Over the past decade, it has become readily apparent that the global environment is increasingly sensitive to human activity. The effects of global warming, increasing energy costs, dramatic climate changes and shortages of raw materials, potable water and food strain the global community.
In its 48th year, the Laboratory of the Year Awards continue to recognize excellence in research...
Each year, many entries are entered into R&D Magazine’s Laboratory of the Year...
Innovative thinking drives all scientific research. Scientists require spaces that allow them the freedom to work in a variety of ways. Designing lab buildings is a complicated endeavor for any design team. To have a successful project the architect and scientist must learn to communicate and speak each other’s language.
Many energy-efficiency strategies are often viewed in isolation, not allowing projects to realize their full potential. When viewed as part of the cooling system, the integration of a high-performance envelope with exterior shading is able to decrease the size of equipment needed.
The Jackson Laboratory (JAX), based in Bar Harbor, Maine, operates at the forefront of genomic research. Tsoi/Kobus & Associates (TK&A)’s challenge as co-designer of The Jackson Laboratory for Genomic Medicine (JAX GM) in Farmington, Conn., was to ensure that the research environment can respond quickly to shifts in research focus that are necessary to support these advances in personalized medicine.
Research labs by their nature are complex. They involve careful and time-consuming consideration throughout planning, design and construction to ensure spaces meet quality and testing requirements, and are flexible enough to meet the demands of various users without enduring the costs of repeated renovations.
Rapid technological advances, scientific leaps and the influences of modern culture are some factors that have many institutions scrambling to update or replace outdated research facilities. Concurrent with this shift in research and how it’s conducted is a move toward collaborative, multidisciplinary research. Leveraging the cross-pollination of ideas between diverse groups often leads to extraordinary results.
Interdisciplinary collaboration has become paramount to academic and corporate-based research. Collaboration is likely to occur only in an environment that enables and enhances interaction among researchers. Departing from the traditional lab environment, a “liquid lab” design maximizes the adaptability of a space, the fluidity of the changing research and the researcher’s access to collaborative space.
An emerging trend in delivering science and research buildings is “developer-led, build-to-suit construction” leased back to the corporate or institutional tenant. While offering many attractive features, this delivery model inevitably creates tension around design, schedule, budget and cost allocations between the core/shell (C/S) and tenant improvement (TI) projects.
Lab design must begin with a clear understanding of the research mission it will support. The underlying philosophy of the institution is a critical element of the lab design brief, informing every decision including the placement of interaction zones that foster innovation.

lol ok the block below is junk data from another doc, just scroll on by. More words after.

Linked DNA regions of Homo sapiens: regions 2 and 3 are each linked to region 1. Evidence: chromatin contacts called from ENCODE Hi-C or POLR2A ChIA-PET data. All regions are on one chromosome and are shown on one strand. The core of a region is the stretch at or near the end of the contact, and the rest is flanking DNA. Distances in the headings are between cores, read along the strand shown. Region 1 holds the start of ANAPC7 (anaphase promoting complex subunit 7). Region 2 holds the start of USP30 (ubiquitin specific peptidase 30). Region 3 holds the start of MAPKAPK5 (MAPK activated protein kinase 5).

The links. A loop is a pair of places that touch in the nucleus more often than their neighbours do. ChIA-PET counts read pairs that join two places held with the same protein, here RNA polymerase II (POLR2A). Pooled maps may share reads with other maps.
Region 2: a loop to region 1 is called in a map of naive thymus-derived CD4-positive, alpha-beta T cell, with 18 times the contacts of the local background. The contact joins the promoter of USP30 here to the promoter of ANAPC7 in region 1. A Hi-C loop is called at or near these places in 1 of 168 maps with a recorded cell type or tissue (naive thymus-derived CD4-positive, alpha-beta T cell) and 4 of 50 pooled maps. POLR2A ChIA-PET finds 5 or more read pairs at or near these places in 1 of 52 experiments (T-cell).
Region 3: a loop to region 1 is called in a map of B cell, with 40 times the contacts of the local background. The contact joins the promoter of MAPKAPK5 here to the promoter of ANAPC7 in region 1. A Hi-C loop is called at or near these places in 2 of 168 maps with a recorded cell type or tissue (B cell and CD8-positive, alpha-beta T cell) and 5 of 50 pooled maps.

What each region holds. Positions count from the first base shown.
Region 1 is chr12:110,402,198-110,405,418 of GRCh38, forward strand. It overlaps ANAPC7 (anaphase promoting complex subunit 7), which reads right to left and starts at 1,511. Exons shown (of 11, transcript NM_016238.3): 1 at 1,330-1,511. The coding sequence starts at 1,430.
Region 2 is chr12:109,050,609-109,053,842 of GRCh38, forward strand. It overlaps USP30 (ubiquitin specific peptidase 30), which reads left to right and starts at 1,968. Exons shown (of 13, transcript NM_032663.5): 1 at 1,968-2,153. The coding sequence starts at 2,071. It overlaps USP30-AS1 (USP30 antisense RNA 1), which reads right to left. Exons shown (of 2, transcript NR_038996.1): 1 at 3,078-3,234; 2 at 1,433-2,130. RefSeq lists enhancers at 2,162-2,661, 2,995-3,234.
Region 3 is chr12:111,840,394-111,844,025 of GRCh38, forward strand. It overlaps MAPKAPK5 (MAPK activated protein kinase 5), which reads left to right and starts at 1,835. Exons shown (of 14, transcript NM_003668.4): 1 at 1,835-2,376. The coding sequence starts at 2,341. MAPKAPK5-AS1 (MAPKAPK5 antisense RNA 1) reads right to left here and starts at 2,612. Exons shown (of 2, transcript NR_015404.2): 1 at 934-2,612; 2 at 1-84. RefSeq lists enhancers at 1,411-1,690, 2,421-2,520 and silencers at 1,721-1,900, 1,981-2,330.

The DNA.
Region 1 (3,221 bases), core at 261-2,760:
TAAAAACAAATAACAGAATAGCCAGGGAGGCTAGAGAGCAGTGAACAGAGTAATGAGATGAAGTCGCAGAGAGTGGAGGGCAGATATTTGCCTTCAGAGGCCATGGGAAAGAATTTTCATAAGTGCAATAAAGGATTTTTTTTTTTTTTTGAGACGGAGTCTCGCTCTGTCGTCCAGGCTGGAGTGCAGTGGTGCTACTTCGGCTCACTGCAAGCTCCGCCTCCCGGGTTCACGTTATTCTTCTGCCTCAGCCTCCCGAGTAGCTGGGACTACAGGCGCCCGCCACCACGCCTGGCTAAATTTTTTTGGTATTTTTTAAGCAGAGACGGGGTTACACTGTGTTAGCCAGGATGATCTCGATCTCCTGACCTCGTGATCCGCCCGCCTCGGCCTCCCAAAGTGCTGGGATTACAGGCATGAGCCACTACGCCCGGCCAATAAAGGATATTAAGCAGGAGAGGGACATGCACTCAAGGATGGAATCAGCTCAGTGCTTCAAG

The Cord Blood Center (CBC) at State Univ. of New York’s Upstate Medical Univ. is a small but highly specialized lab facility for stem cell research. It’s one of only a handful of similar facilities in the U.S. built exclusively as a cord blood lab. The building was financed by a $15 million grant from the State of New York that covered its design, construction and fit-out, including costly and sophisticated equipment.
Wisconsin Energy Institute (WEI) kicked off its new building project design on July 10, 2009, with a goal setting session. What resulted was a group of over 200 “stakeholders” in true Madison, Wisc., fashion, who realized their chance to be heard and address their goals for the WEI.
Take a look at the picture. Would you believe that this could be the “lab of the future?” This is a picture of Thomas Edison’s lab in Fort Myers, Fla. Built in 1928, the lab contained a chemical processing area, machine shop, grinding room, office area and dark room and was used by Edison, along with Henry Ford and Harvey Firestone, to find an alternative source for rubber to reduce the nation’s dependence on foreign sources.
Most technicians have worked in a lab space with ventilation challenges. Poor lab ventilation can adversely affect air comfort and respiration for occupants, or affect research results via poor temperature control, uneven airflow and drafts. The main cause of ventilation challenges confronting labs today is the introduction of the HVAC supply air with such excessive velocities that the fume exhaust hood capture process is disrupted.
What are the new design ideas and features that help meet flexibility goals in a lab design? What new lab features help researchers focus on their science goals? They’re generally features and designs that bring resources to researchers without additional expenditure. Functional and flexible casework can also be pleasing to the eye with simple lines, and heavy duty to withstand heavy use.
By using a sophisticated 3-D virtual reality (3DVR) visualization program and inputting BIM project data, lab designers can illustrate, in photo-realistic details, the design elements of a project to their clients. These sophisticated programs enable viewers to "see" and “walk through” the lab of the intended final design using a high-definition (HD) headset and motion trackers.
It’s no secret that the construction of a new building or the renovation of an existing building involves activities that generate a considerable amount of vibration. Although this is a necessary by-product of the construction process, the ensuing vibrations can have a negative impact on neighboring facilities, particularly those that house vibration-sensitive equipment and activities.